Anglers who don’t know where to start can turn to the Oklahoma Department of Wildlife Conservation’s weekly state fishing report to find just the right place to go. This week’s report says largemouth bass fishing is good at Lake Arcadia in Edmond on crankbaits and spinnerbaits; channel catfish angling is good at Lake Hefner, and the Lake Overholser report says crappie fishing is good all over the lake. In the northwest, reports for Canton Lake show good walleye fishing on night crawlers in the upper end of the lake; Bluegill fishing is good on worms and crickets around grass beds at northeast Oklahoma’s Lake Eucha; and white bass are being caught on topwater lures and wiggle-tailed 1/8-oz. grubs at Lake Arbuckle; and in the southwest, Ft. Cobb anglers are catching saugeye on crankbaits and night crawlers in the mornings and evenings. A saugeye is a hybrid cross between a walleye and a sauger that are raised at Wildlife Department fish hatcheries and stocked at various lakes.
“Fort Cobb has been a great place to saugeye fish for the last few years,” said Ryan Ryswyk, southwest region fisheries biologist for the Wildlife Department. “In fact, it holds the current state record saugeye at 10 pounds 10 ounces caught in 2006. Saugeye are great tasting fish just like the walleye but are able to better tolerate the muddy water found in many Oklahoma lakes.”
Every week the fishing report provides a listing of lakes and the current state of angling success at that location. The reports are compiled by Wildlife Department employees and volunteers and cover lakes and other waters throughout every region in the state. Information such as lake levels, water temperatures, species being caught, locations with best fishing action and successful baits is included in the reports. Anglers can receive the fishing report by subscribing to the Department’s weekly news release at wildlifedepartment.com
“Free fishing days are great for anyone just wanting to try their
luck at fishing for the first time or just wanting to get back into it again,”
said Damon Springer, Aquatic Resource Education coordinator for the Wildlife
Department. Springer also said anglers can use Free Fishing Days as an
inexpensive way to take someone to fishing and a great opportunity for families
“to get out and enjoy something together in the outdoors.”
Oklahoma offers fishing in lakes and rivers, but also in urban waters designated by the Wildlife Department as “Close to Home Fishing” locations. Although state fishing licenses are not required during Free Fishing Days, anglers should note that certain city permits may still apply to specific fishing areas. Additionally, anglers fishing Lake Texoma should be aware that Free Fishing Days applies for all of the lake on June 4 but only on Oklahoma portions of the lake on June 5. This week’s fishing report says largemouth and smallmouth bass fishing is good now at Texoma on deep-diving crankbaits, spinnerbaits and plastic combination baits. Additionally, good fishing at Texoma is being reported for striped bass, white bass, crappie, sunfish, blue catfish and channel catfish.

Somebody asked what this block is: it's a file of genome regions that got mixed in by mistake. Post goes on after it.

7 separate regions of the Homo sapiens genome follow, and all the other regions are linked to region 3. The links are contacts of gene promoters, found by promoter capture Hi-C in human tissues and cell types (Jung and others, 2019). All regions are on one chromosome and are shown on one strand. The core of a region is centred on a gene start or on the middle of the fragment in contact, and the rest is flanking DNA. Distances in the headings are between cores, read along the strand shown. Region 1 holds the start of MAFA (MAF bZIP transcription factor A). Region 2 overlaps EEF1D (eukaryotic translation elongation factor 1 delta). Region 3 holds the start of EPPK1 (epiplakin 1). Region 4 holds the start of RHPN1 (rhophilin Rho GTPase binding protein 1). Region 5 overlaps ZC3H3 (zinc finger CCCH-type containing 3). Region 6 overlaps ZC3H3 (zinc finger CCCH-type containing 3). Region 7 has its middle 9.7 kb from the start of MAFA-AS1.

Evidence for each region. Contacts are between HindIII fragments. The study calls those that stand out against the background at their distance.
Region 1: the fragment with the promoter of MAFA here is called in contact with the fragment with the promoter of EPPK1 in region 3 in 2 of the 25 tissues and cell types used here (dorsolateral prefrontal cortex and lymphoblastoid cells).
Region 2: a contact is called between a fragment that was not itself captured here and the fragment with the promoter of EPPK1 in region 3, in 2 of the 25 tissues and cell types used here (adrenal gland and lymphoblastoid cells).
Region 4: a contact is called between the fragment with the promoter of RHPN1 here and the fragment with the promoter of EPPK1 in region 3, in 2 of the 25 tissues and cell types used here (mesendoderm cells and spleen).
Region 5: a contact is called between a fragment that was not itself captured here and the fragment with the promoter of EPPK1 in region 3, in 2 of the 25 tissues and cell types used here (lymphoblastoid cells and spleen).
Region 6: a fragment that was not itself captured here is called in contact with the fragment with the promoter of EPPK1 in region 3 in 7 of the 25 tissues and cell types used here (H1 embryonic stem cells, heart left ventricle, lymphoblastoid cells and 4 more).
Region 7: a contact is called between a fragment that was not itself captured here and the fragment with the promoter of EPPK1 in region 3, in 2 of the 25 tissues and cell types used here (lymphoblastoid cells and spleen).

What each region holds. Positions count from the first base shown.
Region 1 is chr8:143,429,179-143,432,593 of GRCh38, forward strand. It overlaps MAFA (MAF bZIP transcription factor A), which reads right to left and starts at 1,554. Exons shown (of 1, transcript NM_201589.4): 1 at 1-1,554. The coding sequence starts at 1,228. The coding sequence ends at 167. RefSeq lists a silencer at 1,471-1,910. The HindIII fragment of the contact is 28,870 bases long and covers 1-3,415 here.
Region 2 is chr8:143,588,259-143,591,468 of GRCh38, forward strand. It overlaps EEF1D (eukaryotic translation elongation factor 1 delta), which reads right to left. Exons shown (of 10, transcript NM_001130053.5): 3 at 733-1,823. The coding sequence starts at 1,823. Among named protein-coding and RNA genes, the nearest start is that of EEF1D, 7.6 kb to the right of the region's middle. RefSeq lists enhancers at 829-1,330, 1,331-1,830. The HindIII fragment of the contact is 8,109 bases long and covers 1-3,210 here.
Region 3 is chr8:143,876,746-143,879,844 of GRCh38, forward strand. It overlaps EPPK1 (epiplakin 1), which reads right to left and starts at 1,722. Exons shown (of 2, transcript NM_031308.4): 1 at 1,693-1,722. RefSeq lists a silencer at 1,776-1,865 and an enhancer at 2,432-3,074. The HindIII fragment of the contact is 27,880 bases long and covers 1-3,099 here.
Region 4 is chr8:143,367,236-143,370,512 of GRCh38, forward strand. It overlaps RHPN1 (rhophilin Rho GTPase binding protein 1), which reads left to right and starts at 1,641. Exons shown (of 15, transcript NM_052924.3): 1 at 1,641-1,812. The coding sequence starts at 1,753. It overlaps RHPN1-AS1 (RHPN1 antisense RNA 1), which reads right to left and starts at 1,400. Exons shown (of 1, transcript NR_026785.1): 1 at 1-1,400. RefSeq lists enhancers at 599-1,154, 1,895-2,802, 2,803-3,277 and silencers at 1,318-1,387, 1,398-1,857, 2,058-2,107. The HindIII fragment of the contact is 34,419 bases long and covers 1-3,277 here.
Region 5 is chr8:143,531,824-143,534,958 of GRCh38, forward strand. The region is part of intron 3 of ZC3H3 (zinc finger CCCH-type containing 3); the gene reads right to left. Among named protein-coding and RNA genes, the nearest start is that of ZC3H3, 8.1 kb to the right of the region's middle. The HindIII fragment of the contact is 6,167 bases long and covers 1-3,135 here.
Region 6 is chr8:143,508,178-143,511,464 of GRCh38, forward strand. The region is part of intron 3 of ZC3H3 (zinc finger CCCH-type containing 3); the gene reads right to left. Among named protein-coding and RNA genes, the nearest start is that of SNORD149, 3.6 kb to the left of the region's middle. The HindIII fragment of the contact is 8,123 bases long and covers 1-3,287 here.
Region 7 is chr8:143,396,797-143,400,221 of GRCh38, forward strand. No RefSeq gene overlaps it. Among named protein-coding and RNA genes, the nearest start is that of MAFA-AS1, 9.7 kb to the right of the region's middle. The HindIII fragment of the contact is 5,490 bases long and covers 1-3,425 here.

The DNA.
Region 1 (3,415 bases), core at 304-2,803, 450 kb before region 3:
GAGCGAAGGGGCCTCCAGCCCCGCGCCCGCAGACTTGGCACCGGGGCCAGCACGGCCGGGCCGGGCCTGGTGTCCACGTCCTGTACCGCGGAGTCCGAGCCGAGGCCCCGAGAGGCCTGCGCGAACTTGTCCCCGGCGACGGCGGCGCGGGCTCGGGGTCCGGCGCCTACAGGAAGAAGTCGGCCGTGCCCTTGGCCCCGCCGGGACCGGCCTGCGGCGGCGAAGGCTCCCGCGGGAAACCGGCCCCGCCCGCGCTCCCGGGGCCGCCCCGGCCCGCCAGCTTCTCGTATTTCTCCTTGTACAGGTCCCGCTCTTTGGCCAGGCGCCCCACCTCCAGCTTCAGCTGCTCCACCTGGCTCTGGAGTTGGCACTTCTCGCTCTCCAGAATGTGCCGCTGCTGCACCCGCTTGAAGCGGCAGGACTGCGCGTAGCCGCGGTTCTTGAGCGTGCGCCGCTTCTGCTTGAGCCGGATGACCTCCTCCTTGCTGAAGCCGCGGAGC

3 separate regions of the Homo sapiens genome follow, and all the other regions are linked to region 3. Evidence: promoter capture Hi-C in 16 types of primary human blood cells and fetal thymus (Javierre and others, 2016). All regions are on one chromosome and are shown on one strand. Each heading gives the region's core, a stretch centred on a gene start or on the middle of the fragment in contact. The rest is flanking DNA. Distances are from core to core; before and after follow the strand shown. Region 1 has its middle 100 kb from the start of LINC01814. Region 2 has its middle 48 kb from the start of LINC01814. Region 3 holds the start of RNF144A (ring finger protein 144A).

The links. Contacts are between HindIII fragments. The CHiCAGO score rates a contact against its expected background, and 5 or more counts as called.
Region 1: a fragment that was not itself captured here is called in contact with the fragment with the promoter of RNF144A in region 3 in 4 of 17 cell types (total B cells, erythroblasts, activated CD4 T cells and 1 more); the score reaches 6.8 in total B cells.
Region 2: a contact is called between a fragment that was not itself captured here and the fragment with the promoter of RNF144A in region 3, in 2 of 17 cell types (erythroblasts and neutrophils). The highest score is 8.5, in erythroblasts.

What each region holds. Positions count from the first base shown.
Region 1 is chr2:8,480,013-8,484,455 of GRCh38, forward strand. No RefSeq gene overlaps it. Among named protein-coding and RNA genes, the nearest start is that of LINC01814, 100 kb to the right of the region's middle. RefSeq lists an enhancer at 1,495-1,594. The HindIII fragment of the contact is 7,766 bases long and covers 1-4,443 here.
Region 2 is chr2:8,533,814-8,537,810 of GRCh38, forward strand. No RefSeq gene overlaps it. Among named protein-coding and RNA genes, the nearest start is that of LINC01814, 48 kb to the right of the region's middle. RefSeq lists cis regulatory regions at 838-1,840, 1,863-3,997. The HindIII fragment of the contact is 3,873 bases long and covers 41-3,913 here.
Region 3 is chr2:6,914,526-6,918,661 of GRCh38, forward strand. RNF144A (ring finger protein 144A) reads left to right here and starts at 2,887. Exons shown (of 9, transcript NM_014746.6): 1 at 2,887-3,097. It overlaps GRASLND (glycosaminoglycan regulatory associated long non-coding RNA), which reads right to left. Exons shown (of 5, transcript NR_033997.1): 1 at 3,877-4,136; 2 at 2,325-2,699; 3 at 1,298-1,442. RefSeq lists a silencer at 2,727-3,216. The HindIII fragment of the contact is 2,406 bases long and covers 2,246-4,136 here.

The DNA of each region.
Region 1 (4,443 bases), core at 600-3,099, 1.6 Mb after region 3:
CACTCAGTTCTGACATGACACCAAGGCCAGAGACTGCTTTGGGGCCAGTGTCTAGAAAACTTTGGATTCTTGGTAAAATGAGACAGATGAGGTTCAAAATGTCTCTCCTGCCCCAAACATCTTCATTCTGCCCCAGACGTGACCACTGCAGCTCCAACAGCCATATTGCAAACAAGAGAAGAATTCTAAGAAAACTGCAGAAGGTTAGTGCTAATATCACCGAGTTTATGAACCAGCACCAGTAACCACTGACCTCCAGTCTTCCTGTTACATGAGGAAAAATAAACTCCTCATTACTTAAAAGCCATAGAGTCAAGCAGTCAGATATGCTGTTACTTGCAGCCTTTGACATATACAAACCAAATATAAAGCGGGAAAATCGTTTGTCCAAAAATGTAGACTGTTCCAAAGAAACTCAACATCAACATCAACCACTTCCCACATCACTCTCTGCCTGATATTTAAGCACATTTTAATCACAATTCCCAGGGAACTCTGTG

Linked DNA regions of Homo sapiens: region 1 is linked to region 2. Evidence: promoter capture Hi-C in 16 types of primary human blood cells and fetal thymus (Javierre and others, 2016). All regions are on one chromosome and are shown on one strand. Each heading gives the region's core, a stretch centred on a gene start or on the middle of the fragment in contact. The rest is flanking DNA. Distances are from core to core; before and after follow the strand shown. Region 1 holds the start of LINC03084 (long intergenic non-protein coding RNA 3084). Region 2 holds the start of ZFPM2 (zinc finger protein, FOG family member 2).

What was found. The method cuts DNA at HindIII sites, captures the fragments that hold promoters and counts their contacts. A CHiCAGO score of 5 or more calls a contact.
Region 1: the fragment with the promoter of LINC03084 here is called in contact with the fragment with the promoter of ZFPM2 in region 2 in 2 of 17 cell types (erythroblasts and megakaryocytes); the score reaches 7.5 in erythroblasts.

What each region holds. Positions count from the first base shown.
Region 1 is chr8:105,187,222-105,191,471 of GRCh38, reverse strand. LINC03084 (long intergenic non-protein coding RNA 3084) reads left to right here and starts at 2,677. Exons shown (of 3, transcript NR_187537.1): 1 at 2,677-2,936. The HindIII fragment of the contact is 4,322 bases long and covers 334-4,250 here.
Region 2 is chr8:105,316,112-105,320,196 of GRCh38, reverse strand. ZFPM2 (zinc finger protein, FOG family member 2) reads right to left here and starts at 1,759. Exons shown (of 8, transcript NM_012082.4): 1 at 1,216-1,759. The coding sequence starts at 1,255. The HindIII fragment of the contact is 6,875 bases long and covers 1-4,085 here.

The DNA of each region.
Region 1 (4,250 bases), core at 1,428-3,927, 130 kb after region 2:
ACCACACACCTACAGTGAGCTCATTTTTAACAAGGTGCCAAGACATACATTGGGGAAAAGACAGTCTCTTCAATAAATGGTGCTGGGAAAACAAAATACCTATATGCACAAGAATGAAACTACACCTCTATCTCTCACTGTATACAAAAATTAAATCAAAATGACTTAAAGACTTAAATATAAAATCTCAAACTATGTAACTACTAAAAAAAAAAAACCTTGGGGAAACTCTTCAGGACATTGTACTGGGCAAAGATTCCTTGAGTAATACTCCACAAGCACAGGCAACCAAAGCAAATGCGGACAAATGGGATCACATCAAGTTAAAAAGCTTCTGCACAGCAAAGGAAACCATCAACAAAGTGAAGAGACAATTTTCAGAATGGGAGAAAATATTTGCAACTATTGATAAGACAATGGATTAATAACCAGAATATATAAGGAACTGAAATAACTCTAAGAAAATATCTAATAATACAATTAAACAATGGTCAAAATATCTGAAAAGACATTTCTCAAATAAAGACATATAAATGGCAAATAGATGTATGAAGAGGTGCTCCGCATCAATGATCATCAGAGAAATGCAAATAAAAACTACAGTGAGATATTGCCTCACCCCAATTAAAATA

Oklahoma was the first state in the nation to offer free fishing days about 30 years ago and has since been followed by dozens of other states that have established similar days.
For more information about fishing in Oklahoma, log on to the Wildlife Department’s website at wildlifedepartment.com.
Oklahoma students perform well at national archery competition
Oklahoma students continue to show the nation that, when it comes to the National Archery in the Schools Program, they are a strong contender in competition. The program held its national tournament May 13-14 in Louisville, Ky., and Oklahoma students claimed some high rankings among students across the nation. One of those was a second place ranking in the middle school girls category taken by Cheyenne Keith of Greenville Middle School, and another was a fourth place in the high school boys category taken by Brydon Edmonds from Chickasha High School.
Keith’s second place win in a category of 999 middle school females shows the nation that Oklahoma students can compete at the highest level, as does Edmonds’ fourth place win among 1,236 high school male shooters. Additionally, Chickasha Elementary School placed fourth as a team in the elementary school category, while Zaneis Middle School took sixth place in the middle school category. These successful individual and team showings continue to solidify the legacy being built by Oklahoma students in competition through the Oklahoma National Archery in the Schools Program.
Just last year, then 5th-grader Meredith Noland from Chickasha took her second consecutive national championship, and other first place wins and high standings have been claimed by Oklahoma students in recent years as well.
“We send our heartfelt congratulations to all of the students who represented our great state in the national competition,” said Justin Marschall, Oklahoma National Archery in the Schools coordinator for the Wildlife Department. “It is amazing to see the instant bond and mutual respect that this program builds between students.”
Marschall went on to encourage Oklahoma students who participate in the program to “continue challenging themselves in archery and in life.”